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QCAT case study: renting rooms requires careful management

Aug 2015

A recent decision by the Queensland Civil and Administrative Tribunal (QCAT) highlights the importance of up-to-date tenancy documentation.

Adam, Steven, James and Ben rented a house from Mr and Mrs Johnson in August 2012 for a 3-month term. Each of the four student tenants paid a $400 bond and $100 rent per week. The tenancy agreement included a special term requiring each tenant to pay one quarter of any bills for the property.

James and Ben moved out in October 2012 and each received their $400 bond back from Mr and Mrs Johnson. After the tenancy agreement expired in November 2012, the tenancy continued as periodic. No further written tenancy agreement was entered into.

In March 2013 Jessica and Alison moved into the property. They were not asked to pay a bond to Mr or Mrs Johnson.

Alison and Jessica moved out of the property in June 2013. Adam and Steven continued to pay $100 rent per week each and were the only remaining tenants.

Adam and Steven vacated the property in May 2014. In October 2014, Adam and Steven submitted a residential tenancy dispute application to QCAT each seeking the return of their $400 bond still held by Mr and Mrs Johnson.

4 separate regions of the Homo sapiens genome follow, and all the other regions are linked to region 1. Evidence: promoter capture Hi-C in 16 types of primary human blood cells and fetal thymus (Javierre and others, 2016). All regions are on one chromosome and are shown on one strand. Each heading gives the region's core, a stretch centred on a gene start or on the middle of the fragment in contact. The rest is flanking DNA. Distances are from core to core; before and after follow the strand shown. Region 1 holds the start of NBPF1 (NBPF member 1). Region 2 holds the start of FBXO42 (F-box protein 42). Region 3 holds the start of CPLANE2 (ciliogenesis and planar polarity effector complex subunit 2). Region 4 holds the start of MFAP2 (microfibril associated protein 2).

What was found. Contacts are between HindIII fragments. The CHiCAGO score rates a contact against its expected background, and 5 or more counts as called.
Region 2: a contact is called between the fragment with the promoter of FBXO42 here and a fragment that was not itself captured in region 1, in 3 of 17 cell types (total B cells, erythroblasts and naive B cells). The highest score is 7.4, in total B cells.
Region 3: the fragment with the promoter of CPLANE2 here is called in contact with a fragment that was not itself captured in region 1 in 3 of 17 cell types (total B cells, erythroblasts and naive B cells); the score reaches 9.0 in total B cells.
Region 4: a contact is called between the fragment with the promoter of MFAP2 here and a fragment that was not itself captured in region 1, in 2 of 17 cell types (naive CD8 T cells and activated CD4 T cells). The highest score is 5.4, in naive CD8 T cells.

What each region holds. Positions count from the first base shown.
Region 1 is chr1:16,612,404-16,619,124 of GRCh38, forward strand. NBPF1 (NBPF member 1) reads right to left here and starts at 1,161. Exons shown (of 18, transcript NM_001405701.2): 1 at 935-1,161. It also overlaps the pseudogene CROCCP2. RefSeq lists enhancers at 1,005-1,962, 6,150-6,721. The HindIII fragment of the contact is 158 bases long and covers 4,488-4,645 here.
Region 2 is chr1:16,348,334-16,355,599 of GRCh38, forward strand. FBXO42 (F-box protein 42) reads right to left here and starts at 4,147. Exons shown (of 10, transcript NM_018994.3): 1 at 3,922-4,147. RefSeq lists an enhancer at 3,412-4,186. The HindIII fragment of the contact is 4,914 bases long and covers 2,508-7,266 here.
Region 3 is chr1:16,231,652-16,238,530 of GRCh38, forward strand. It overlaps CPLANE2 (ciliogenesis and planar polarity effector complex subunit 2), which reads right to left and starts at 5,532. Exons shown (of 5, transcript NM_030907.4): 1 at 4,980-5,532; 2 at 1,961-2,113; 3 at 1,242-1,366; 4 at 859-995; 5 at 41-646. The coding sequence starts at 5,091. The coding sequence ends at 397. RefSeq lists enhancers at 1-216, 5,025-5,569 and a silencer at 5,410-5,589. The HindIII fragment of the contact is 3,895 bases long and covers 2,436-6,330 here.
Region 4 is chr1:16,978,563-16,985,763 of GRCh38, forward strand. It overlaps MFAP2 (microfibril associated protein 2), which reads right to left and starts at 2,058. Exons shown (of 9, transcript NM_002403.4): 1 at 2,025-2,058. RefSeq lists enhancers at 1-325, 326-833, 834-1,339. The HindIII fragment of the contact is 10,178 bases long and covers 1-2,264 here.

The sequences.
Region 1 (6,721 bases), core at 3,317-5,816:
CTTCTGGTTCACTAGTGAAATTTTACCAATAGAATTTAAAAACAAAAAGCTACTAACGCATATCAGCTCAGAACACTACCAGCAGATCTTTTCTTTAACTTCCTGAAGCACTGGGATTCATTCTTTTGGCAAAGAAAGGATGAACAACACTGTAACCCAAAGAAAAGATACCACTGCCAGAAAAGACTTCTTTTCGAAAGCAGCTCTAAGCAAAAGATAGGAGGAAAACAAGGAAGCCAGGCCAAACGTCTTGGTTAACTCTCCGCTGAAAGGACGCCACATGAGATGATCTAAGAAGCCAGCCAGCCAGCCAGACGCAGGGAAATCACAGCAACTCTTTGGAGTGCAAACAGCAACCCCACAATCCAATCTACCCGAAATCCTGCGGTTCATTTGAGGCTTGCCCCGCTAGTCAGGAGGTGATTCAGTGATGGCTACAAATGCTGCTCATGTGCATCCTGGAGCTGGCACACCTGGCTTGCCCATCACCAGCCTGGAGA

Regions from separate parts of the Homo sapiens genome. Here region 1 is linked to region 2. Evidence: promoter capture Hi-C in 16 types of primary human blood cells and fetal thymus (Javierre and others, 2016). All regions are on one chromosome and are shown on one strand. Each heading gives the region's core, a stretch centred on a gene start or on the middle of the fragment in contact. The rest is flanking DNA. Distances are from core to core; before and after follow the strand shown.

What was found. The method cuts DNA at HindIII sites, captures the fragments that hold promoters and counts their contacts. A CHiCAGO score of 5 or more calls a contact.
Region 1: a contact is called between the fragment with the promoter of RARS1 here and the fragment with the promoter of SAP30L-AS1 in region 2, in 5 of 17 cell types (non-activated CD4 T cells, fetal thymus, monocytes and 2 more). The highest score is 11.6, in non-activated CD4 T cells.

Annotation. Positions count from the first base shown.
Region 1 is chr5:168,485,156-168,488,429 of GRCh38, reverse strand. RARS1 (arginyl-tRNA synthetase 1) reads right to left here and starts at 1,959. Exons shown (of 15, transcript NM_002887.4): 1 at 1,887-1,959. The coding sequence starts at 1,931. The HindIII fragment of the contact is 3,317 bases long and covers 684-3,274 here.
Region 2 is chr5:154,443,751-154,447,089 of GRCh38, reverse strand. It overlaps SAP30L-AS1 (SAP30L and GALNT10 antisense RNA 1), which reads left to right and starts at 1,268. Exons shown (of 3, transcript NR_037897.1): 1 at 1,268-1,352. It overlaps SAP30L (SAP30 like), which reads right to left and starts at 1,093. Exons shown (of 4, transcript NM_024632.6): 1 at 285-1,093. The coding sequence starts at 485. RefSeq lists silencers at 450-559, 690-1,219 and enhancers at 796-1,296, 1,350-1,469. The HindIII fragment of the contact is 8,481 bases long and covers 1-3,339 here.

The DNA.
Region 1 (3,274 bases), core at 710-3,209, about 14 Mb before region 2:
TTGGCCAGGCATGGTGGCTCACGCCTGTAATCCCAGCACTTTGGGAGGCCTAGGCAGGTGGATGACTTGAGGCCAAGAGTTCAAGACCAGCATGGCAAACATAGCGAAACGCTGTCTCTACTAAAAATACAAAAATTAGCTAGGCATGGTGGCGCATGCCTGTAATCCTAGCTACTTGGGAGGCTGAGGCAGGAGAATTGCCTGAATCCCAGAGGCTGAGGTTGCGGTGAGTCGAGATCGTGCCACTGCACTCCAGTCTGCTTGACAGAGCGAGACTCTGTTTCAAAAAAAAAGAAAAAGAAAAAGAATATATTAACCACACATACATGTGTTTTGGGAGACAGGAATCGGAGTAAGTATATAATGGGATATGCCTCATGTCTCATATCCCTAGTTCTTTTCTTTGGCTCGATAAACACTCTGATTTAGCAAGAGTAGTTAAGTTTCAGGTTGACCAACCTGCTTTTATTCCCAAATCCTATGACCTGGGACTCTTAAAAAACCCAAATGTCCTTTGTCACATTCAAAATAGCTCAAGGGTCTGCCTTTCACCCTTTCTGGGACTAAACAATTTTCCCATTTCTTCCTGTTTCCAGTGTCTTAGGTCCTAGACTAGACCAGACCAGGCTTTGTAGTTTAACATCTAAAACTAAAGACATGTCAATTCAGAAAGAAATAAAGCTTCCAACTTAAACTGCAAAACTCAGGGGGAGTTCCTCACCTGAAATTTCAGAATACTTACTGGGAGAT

Mr and Mrs Johnson filed a counter-application seeking $9,500 rent arrears. They also claimed $500 for repairs to five broken windows.

Mr and Mrs Johnson claimed Alison and Jessica were sub-tenants of Adam and Steven so Adam and Steven should be liable for their rent after they left the property. However rent ledgers showed rent payments being made by Alison and Jessica directly to Mr and Mrs Johnson.

The Tribunal determined Adam and Steven were not liable for the rent arrears claimed. The four tenants named in the original residential tenancy agreement were not jointly liable for total rent of $400 per week. They were required to pay $100 per week and one quarter of any bills. The Tribunal concluded the tenancy was clearly room-by-room student accommodation.

They were also not liable for the repair of broken windows. The windows were all in common areas shared by tenants and it was impossible to determine who was responsible as no entry or exit condition reports were completed.

The Tribunal found Adam and Steven should each have their $400 bond returned by Mr and Mrs Johnson. No rental arrears were awarded to Mr and Mrs Johnson.

You can read more QCAT decisions in residential tenancy matters at Supreme Court Library Queensland website – Residential tenancy matters.

  • Mr and Mrs Johnson should also have lodged the rental bonds with the RTA within 10 days of receipt. It is an offence not to do so and penalties apply.
  • Names have been changed.